/ 23 August 2010

Podcasts: A classroom revolution

Podcasts: A Classroom Revolution

Remember William Smith? I don’t, because I had not yet arrived in South Africa when he was on TV presenting on the Learning channel. But scores of South Africans grew up with him, and he has had such a profound effect on them that even expatriates like myself are familiar with his name.

There is great benefit to putting good teachers on the airwaves: they help standardise the curriculum, interest children in the more boring subjects and are a welcome top-up on substandard teaching in remote areas. In addition, Smith was ahead of his time by introducing call-ins from learners, giving his shows an air of interactivity.

The role of “school TV” in South Africa now seems to have been taken over by Mindset, which broadcasts material daily (except on Sundays) on DStv.

Although such education programmes are a staple of broadcasters around the world and seem to meet a latent demand, there are two main problems that limit their effectiveness and reach.

Firstly, they are broadcast, which means that viewers have to tune in at a specific time and cannot interact with them. Also, most shows are available only on TV, which necessitates that the audience actually sits in front of a TV set.

For example, a cursory glance at Mindset’s schedule shows that half the content is aired when children should be sitting in the classroom. Moreover, this pay-TV channel is not accessible to children who need it most: learners in rural areas where the quality of teaching is often below standard. Enter podcasting. Podcasts are audio, video or multimedia files that are hosted on the internet. Essentially, they are radio or TV programmes, but distributed through this more interactive medium.

Podcasting is the answer to the main shortcomings of TV broadcasting. By hosting the learning content on the internet, viewers can view or download the material when it suits them and on a device of their choice, be it a computer, mobile phone, music player, game console or modern TV.

Unlike a regular TV programme, when a viewer tends to lose his or her train of thought, a podcast can be stopped and rewound as many times as needed until the concept is grasped. And the viewer is no longer bound to a time or place to do so.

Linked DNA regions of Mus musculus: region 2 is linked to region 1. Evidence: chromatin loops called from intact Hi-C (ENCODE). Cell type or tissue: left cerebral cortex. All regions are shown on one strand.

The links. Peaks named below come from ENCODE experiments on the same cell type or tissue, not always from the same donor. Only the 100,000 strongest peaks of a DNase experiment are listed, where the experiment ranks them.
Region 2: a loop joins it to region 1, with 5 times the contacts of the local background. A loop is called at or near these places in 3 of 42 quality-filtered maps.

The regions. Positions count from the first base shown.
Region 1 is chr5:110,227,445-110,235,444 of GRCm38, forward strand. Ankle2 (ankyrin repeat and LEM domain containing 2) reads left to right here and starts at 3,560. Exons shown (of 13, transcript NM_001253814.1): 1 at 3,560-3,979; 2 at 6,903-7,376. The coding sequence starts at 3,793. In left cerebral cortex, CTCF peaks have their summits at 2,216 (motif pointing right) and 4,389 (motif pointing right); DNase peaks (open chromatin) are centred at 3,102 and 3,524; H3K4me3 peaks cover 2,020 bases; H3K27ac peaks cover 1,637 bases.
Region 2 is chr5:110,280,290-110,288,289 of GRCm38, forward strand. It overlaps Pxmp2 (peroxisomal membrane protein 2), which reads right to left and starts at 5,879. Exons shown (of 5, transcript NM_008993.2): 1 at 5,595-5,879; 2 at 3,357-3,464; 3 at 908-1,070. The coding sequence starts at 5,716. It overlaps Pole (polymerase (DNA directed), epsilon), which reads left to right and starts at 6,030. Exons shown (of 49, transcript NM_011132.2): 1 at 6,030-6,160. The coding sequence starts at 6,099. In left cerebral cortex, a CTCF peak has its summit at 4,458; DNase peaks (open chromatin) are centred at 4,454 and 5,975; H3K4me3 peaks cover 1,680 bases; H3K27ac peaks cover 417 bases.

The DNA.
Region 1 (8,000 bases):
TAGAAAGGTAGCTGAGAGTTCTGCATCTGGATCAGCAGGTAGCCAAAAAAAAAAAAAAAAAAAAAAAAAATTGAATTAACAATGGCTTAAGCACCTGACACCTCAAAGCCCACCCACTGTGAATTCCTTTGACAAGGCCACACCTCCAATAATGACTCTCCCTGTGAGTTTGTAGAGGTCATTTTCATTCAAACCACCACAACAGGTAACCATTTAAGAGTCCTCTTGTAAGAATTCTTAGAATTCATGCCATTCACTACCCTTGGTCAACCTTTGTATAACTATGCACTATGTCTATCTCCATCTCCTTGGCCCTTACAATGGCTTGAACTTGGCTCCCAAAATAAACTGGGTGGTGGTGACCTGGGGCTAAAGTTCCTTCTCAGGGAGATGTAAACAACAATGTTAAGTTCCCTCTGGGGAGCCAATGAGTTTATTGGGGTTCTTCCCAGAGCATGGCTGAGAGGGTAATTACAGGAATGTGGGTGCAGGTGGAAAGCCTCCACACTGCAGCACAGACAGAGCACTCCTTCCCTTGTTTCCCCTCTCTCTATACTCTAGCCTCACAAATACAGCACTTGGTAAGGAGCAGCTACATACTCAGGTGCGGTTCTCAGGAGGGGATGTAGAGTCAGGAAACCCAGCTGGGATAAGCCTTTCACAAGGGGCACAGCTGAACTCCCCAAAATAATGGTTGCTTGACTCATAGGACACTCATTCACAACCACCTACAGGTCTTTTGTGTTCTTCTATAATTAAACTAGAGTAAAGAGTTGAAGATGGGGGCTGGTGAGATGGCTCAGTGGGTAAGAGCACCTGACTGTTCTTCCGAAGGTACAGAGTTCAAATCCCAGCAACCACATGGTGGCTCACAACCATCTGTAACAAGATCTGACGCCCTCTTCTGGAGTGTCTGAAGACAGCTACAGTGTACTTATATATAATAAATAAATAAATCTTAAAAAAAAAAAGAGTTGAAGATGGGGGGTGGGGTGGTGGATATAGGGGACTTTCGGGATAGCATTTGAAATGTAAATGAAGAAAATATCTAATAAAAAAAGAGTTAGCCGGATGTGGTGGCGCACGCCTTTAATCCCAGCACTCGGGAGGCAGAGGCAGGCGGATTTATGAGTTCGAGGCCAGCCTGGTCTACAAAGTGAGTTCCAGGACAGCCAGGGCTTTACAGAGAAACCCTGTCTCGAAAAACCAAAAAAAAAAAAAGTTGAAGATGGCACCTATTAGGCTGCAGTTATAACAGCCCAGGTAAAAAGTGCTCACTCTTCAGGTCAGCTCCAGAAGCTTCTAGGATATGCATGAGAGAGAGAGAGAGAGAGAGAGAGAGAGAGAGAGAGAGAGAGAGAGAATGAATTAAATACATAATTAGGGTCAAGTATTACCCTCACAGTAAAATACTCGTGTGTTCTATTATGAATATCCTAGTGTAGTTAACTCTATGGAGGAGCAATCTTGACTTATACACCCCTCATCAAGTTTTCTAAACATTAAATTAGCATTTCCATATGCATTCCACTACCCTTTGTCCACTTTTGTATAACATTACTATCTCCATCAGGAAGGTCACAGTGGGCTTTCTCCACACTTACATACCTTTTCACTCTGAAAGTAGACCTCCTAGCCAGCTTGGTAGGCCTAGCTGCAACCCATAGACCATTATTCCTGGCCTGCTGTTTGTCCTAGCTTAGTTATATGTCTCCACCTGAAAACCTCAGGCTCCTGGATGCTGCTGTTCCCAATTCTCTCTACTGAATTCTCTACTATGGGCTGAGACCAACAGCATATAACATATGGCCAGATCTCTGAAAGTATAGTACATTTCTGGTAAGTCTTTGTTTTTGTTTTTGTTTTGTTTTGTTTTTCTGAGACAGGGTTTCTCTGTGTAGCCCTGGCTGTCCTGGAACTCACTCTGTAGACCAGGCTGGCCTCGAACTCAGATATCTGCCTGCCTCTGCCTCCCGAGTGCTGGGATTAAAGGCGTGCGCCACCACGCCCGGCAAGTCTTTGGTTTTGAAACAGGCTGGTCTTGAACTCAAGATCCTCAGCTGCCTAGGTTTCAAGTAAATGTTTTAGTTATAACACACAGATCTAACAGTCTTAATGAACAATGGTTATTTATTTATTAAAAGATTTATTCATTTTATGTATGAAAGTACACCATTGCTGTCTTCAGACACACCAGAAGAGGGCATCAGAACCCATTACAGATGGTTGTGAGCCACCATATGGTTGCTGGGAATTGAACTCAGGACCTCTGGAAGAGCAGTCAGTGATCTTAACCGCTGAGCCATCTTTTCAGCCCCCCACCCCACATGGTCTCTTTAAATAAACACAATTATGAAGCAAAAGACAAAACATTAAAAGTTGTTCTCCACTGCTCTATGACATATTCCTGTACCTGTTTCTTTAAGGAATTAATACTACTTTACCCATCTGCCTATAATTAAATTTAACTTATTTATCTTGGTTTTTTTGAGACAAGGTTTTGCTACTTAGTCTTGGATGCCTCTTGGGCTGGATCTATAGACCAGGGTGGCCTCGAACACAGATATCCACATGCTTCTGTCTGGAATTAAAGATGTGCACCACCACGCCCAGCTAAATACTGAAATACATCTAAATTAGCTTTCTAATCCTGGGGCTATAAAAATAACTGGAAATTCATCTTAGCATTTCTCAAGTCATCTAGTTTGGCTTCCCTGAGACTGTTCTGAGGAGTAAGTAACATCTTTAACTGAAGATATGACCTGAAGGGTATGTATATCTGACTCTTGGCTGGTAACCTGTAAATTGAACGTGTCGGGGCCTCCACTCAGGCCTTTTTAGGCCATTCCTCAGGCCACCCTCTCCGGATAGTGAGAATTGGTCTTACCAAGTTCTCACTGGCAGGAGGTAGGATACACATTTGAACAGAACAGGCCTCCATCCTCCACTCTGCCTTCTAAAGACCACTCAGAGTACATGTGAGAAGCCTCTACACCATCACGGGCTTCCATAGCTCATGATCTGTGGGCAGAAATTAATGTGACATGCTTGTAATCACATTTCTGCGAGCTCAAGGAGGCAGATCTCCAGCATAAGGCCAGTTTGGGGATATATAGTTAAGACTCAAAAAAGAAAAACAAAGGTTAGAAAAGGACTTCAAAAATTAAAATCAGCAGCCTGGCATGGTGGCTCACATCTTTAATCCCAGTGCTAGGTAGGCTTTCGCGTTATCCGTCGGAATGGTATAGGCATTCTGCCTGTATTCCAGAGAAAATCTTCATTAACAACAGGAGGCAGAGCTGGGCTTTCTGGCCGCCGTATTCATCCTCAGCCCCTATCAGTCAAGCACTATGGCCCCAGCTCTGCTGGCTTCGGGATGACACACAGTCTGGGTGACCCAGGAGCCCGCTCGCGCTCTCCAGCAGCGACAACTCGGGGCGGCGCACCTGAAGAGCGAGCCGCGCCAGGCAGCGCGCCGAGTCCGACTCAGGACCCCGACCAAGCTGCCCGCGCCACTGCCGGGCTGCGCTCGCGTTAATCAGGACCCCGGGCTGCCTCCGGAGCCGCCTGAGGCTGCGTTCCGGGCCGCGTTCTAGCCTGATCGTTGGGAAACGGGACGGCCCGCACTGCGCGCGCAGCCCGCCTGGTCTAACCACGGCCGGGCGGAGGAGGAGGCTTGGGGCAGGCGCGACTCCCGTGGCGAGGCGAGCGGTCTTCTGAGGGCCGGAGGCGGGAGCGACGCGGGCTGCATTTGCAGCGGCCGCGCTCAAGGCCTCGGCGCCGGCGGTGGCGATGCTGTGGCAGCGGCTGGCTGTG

Because of the low cost of production and distribution, anyone can become a podcaster. For professional-looking podcasts, only a laptop with audio and video editing capability, a Flip video camera and an account with a free blogging service are needed.

Whereas, in the past, learning content was created by specialised companies or broadcasters, now teachers, lecturers, schools, universities, museums and other cultural institutions are able to create their own programmes and distribute them as podcasts to their own community or choose to make them publicly available through podcast aggregators.

Also, they can use the same technology to distribute other content such as slideshows, PDFs, films, exhibit tours and audiobooks.Podcasts in general have been around for a while, but they have failed to take off in South Africa. The main reason was the usage limits of broadband subscriptions.

Depending on the recording quality, a 30-minute podcast can easily take up between 50 and 300 megabytes. With ADSL consumption usually limited to between three and five gigabytes a month, many users were not keen to subscribe to podcasts for fear of running out of bandwidth too quickly.